|The Rt Revd
|Bishop of Truro|
|Diocese||Diocese of Truro|
|In office||1997–30 April 2008|
|Other posts||Bishop of Grantham
|Ordination||1966 (deacon); 1967 (priest)|
|Born||26 March 1942|
|Parents||William Robert Ind
Florence Emily Spritey
|Spouse||Frances Isobel Bramald
|Alma mater||University of Leeds|
The son of William Robert Ind and Florence Emily Spritey, Ind was educated at the Duke of York's School in Dover, at the University of Leeds, where he graduated with a Bachelor of Arts in history in 1964 and at the College of the Resurrection in Mirfield.
Ind was ordained deacon in 1966 and priest in 1967. From 1966 to 1971, he was curate of Feltham and from 1971 to 1973 of St Mary's Northolt. In 1973, he became team vicar of Basingstoke, in 1979 Vice-principal of the Aston Training Scheme, in 1982 Director of Ordinands of the Winchester Diocese and member of the Doctrine Commission and in 1984 an honorary canon of Winchester, holding all posts until 1987. He was then Suffragan Bishop of Grantham until 1997, when he was appointed the 14th Bishop of Truro.
Ind has been married to Frances Isobel Bramald since 1967 and they have three sons.
Apology for the church's role in Cornish massacre
In June 2007, Ind said that the massacre of thousands during the vicious suppression of a Cornish Prayer Book Rebellion, more than 450 years ago, was an "enormous mistake" which the church should be ashamed of. Speaking at a ceremony at Pelynt, acknowledging the "brutality and stupidity" of the atrocities on behalf of the church, Ind said:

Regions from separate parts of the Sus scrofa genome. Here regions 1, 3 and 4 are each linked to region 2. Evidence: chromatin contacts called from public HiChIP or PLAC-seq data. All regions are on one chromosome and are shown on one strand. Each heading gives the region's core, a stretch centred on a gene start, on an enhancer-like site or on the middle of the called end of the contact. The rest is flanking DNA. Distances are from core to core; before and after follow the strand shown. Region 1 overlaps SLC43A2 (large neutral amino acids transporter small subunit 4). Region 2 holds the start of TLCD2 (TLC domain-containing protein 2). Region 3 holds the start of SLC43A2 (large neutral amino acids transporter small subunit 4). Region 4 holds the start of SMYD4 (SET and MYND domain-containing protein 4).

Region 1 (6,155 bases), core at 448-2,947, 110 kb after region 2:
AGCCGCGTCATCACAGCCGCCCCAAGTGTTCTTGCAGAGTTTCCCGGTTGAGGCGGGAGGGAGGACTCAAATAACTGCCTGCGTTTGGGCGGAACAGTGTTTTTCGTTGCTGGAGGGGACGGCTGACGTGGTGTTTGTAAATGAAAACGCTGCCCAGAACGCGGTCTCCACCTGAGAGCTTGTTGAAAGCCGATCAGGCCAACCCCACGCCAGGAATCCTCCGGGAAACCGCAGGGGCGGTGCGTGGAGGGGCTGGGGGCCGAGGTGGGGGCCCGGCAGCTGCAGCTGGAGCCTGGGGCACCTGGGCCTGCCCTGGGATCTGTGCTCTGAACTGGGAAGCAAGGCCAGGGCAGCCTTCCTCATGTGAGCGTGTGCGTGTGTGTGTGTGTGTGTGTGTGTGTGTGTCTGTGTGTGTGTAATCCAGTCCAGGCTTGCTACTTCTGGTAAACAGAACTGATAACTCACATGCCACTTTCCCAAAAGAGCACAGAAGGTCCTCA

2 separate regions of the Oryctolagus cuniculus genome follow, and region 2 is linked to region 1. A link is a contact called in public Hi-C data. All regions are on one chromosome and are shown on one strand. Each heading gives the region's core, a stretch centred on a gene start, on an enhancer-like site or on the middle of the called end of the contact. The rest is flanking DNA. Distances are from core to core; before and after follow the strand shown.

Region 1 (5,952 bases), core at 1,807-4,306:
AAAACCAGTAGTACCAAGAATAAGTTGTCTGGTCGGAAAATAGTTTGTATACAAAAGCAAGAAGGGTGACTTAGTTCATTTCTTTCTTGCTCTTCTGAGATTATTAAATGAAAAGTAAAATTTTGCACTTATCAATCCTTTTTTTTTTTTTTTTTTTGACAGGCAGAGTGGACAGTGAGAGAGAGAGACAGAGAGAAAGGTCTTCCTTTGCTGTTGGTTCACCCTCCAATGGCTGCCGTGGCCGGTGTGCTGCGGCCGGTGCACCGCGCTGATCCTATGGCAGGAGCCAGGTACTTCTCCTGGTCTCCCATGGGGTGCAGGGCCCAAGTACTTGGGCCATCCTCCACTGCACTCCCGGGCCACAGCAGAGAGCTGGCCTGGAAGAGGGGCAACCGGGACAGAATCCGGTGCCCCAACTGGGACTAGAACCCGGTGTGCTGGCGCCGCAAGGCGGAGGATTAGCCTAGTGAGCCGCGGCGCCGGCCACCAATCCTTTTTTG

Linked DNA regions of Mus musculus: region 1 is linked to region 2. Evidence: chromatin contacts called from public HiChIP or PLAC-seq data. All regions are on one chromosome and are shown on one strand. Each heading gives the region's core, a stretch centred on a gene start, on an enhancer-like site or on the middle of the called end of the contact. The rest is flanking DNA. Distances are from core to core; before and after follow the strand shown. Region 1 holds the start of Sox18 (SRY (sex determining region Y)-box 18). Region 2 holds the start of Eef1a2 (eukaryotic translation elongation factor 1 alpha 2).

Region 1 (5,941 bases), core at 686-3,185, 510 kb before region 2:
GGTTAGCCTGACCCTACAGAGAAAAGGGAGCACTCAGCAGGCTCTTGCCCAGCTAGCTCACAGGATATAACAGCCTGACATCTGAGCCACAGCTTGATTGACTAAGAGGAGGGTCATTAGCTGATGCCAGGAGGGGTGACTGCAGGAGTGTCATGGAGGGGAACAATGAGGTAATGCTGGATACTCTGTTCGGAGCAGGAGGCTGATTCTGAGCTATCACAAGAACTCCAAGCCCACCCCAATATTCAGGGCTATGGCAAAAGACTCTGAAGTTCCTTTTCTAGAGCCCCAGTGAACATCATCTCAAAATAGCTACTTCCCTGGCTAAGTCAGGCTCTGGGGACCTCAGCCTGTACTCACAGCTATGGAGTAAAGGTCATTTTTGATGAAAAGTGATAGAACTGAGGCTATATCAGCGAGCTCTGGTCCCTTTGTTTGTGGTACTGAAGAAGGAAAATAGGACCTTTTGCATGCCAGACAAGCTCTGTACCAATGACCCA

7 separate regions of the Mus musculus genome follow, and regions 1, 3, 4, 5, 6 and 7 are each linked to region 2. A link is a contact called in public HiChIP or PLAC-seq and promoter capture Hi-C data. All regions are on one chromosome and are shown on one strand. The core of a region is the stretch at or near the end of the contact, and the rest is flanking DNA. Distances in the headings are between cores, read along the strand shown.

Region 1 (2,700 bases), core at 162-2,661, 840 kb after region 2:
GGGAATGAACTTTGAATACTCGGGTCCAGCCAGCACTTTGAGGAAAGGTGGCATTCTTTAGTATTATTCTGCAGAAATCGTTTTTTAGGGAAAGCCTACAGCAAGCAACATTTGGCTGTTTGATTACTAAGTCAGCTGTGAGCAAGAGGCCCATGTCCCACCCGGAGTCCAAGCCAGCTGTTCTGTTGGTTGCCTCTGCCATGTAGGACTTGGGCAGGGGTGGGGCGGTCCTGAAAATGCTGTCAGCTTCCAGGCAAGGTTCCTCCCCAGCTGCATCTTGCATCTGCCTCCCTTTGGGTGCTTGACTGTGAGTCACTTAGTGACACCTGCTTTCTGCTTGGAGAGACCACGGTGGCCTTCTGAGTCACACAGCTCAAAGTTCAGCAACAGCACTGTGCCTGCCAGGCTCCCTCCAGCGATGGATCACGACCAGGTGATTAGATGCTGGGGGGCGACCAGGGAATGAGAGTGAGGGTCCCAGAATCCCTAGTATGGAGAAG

"I am often asked about my attitude to the Prayerbook Rebellion and in my opinion, there is no doubt that the English Government behaved brutally and stupidly and killed many Cornish people. I don't think apologising for something that happened over 500 years ago helps, but I am sorry about what happened and I think it was an enormous mistake."
Ind also urged the church to accept its culpability for a period in history which saw one in ten of the indigenous Cornish population massacred. At the Celtic League's AGM in October 2004 at Perranporth, Cornwall, delegates from the six Celtic countries unanimously backed a motion on the church which included a call for the Church of England to acknowledge "its part in provoking and suppressing the 1549 Prayer Book Uprising" and "for all it has done since 1549 and continues to do to suppress Cornwall's national identity, political freedom, language and culture".
Ind also said: "Everything about Cornwall marks it as a place to be treasured and loved," he said. "It has never been an English shire, it has its own language and it reminds us, by its history, of links to Ireland, Wales, Brittany and a Celtic past."
- "DodOnline". Retrieved 2006-11-24.<templatestyles src="Module:Citation/CS1/styles.css"></templatestyles>